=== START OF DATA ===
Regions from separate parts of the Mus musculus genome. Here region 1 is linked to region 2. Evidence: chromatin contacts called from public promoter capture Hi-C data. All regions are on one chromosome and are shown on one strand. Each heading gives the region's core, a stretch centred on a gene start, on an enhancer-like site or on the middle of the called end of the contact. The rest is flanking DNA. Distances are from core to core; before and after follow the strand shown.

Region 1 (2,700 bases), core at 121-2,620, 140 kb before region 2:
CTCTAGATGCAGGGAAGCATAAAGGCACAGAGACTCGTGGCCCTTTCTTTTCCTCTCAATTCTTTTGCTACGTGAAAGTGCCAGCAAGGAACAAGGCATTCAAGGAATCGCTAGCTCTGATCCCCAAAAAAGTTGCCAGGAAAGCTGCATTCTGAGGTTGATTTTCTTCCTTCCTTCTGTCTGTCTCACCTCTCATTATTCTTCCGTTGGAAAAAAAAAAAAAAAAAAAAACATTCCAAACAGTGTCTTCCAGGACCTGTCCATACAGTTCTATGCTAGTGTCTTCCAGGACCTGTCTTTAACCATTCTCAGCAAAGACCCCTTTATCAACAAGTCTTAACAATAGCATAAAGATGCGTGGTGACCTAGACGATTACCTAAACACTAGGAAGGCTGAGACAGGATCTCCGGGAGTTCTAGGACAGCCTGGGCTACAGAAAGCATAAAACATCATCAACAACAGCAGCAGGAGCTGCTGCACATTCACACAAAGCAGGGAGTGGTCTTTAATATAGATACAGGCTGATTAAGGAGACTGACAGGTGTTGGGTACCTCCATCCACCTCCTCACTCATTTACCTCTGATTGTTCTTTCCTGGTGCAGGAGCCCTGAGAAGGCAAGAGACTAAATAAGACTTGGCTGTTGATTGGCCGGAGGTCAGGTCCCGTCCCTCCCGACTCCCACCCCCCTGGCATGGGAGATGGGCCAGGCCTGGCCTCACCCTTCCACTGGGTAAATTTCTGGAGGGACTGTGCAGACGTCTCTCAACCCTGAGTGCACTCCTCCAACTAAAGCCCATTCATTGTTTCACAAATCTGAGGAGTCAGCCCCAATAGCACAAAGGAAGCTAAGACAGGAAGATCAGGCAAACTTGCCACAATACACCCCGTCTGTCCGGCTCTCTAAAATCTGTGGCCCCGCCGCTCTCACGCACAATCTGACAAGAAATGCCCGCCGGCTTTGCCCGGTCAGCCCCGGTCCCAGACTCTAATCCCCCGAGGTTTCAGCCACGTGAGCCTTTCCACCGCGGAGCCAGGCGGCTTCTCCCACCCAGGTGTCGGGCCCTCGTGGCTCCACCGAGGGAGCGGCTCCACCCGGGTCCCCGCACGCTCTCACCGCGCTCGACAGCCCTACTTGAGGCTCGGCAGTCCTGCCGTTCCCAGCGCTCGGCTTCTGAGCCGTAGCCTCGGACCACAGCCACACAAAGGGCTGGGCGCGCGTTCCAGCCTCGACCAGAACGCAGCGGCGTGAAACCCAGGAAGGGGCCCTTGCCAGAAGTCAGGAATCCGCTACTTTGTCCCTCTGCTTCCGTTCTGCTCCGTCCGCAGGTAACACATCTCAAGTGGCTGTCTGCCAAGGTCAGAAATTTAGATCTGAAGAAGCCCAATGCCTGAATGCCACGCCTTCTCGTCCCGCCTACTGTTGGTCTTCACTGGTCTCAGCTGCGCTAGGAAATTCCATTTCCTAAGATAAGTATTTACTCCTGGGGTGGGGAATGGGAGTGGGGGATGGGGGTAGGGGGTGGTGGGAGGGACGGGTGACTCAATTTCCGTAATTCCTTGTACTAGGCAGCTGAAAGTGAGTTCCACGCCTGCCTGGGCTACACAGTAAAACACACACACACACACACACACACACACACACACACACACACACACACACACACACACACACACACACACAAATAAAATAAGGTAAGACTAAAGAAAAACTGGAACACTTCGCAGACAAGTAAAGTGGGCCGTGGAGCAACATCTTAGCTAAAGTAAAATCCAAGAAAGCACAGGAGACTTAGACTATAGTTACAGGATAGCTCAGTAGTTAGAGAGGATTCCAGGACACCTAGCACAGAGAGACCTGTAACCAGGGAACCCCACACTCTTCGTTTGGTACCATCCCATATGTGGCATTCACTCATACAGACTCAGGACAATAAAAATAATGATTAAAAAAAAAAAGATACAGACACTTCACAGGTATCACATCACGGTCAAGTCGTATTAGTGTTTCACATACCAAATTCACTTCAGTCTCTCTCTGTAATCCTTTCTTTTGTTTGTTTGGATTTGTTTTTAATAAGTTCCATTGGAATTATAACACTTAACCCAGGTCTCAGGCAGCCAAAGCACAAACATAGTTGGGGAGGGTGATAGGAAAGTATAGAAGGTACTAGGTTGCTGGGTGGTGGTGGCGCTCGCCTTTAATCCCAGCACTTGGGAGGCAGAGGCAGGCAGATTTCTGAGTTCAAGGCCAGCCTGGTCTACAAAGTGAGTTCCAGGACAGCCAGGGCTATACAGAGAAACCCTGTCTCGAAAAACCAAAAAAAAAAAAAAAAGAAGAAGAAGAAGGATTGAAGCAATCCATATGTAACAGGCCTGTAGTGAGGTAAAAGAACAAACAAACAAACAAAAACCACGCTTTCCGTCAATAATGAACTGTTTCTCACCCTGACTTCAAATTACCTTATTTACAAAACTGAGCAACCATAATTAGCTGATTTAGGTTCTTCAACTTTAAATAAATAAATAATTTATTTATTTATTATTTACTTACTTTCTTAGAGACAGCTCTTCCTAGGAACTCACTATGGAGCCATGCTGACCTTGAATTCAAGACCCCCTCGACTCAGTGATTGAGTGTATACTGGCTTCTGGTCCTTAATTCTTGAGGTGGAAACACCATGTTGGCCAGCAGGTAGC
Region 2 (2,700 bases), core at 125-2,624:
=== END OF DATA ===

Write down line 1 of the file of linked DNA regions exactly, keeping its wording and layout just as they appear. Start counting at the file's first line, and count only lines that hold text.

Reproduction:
Regions from separate parts of the Mus musculus genome. Here region 1 is linked to region 2. Evidence: chromatin contacts called from public promoter capture Hi-C data. All regions are on one chromosome and are shown on one strand. Each heading gives the region's core, a stretch centred on a gene start, on an enhancer-like site or on the middle of the called end of the contact. The rest is flanking DNA. Distances are from core to core; before and after follow the strand shown.